MCS, a student is in one of three Markov states:

0:sleeping, 1:eating, or 2:reading. (To complete this assignment, you probably

should review Problem 5.5 and its solution in the back of the MCS.) With

respect to sleeping, Problem 5.5 says

Sleeping is always followed by eating. Each time the student

goes to sleep (takes a nap), the average nap time is 4 hours.

Because sleeping (state 0) is a Markov state, at the end of each hour, the

next state is given by the transition probabilities

since \sleeping is always followed by eating,” we know

So, at the end of each hour, the student switches from sleeping to eating

with probability

random variable with success probability

time spent sleeping is 1

P2

The time spent \sleeping” is also known as the

state. In general for any Markov chain, since the system departs state

probability 1

variable with expected value 1

This review of Problem 5.5 is just to introduce the following variation on

Problem 5.5:

reading, such that

with probability 0.1; otherwise, the student begins to read.

sleep (takes a nap), the nap time is

probable than an hour of eating. However, the probability of going to

sleep equals the sum of the probabilities of reading or eating.

Just as in Problem 5.5, the time step is still 1 hour. For this modified

problem:

(a) What is the Markov chain? Hint: The Markov chain needs to keep

track of how many hours the student has slept (or how many hours of

sleep the student has remaining.)

(b) What are the stationary probabilities?

(c) After a very long time, what is the probability the student is sleeping?

Once you solve this problem, now consider the following generalization:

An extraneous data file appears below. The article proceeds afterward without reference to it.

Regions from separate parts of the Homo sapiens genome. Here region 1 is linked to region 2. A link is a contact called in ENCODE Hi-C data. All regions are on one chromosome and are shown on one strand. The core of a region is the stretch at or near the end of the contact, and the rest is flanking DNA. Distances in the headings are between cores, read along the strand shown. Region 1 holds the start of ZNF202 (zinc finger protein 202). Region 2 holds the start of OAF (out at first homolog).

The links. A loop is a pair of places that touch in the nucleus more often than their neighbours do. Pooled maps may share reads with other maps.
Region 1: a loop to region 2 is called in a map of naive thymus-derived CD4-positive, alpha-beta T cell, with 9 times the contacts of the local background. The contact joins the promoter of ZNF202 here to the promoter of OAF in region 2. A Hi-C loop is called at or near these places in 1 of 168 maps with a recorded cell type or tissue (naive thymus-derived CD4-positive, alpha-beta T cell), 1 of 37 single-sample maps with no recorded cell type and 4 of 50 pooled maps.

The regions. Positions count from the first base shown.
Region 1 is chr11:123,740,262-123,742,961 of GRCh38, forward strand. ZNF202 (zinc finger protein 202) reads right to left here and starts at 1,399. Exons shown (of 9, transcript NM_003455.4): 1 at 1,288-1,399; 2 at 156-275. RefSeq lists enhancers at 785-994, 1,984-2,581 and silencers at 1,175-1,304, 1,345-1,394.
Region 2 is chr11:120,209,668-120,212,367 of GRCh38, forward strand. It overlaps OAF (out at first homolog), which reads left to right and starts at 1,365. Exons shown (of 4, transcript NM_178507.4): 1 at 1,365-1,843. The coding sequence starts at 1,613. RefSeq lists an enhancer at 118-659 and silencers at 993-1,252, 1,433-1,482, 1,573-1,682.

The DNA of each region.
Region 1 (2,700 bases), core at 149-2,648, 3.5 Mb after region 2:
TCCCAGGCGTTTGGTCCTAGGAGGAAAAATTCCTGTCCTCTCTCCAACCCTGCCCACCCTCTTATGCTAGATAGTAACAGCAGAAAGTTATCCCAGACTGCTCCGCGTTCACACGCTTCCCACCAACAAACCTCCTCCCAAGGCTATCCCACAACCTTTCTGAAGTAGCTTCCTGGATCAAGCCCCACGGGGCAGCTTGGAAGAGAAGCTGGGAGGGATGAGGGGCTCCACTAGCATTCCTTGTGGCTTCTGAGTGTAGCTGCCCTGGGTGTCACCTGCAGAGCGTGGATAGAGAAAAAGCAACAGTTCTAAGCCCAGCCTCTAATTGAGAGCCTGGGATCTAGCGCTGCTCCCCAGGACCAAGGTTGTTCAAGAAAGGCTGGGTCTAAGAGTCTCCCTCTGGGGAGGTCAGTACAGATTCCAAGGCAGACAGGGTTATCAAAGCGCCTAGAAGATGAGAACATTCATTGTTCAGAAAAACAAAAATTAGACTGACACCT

0:sleeping, 1:eating, or 2:reading. (To complete this assignment, you probably

should review Problem 5.5 and its solution in the back of the MCS.) With

respect to sleeping, Problem 5.5 says

Sleeping is always followed by eating. Each time the student

goes to sleep (takes a nap), the average nap time is 4 hours.

Because sleeping (state 0) is a Markov state, at the end of each hour, the

next state is given by the transition probabilities

*P*00,*P*01 and*P*02. Next,since \sleeping is always followed by eating,” we know

*P*01*>*0 but*P*02 = 0.So, at the end of each hour, the student switches from sleeping to eating

with probability

*P*01. Hence the time (in hours) spent sleeping is a geometricrandom variable with success probability

*P*01. This implies that the averagetime spent sleeping is 1

*=P*01. Since the problem statement says that the*average*nap time is 4 hours, we learn that 1*=P*01 = 4, or*P*01 = 1*=*4. SinceP2

*j*=0*P*0*j*= 1, these facts imply*P*00 = 3*=*4.The time spent \sleeping” is also known as the

*sojourn time*in the sleepingstate. In general for any Markov chain, since the system departs state

*i*withprobability 1

*–**P**ii*, the sojourn time in any state*i*is a geometric randomvariable with expected value 1

*=*(1*–**P**ii*).This review of Problem 5.5 is just to introduce the following variation on

Problem 5.5:

**Problem 1:**Consider a student who is always either sleeping, eating orreading, such that

*â€¢*If the student is eating, the student continues to eat for another hourwith probability 0.1; otherwise, the student begins to read.

*â€¢*Sleeping is always followed by eating. Each time the student goes tosleep (takes a nap), the nap time is

*exactly*4 hours.*â€¢*After an hour of reading, another hour of reading is four times moreprobable than an hour of eating. However, the probability of going to

sleep equals the sum of the probabilities of reading or eating.

Just as in Problem 5.5, the time step is still 1 hour. For this modified

problem:

(a) What is the Markov chain? Hint: The Markov chain needs to keep

track of how many hours the student has slept (or how many hours of

sleep the student has remaining.)

(b) What are the stationary probabilities?

(c) After a very long time, what is the probability the student is sleeping?

Once you solve this problem, now consider the following generalization: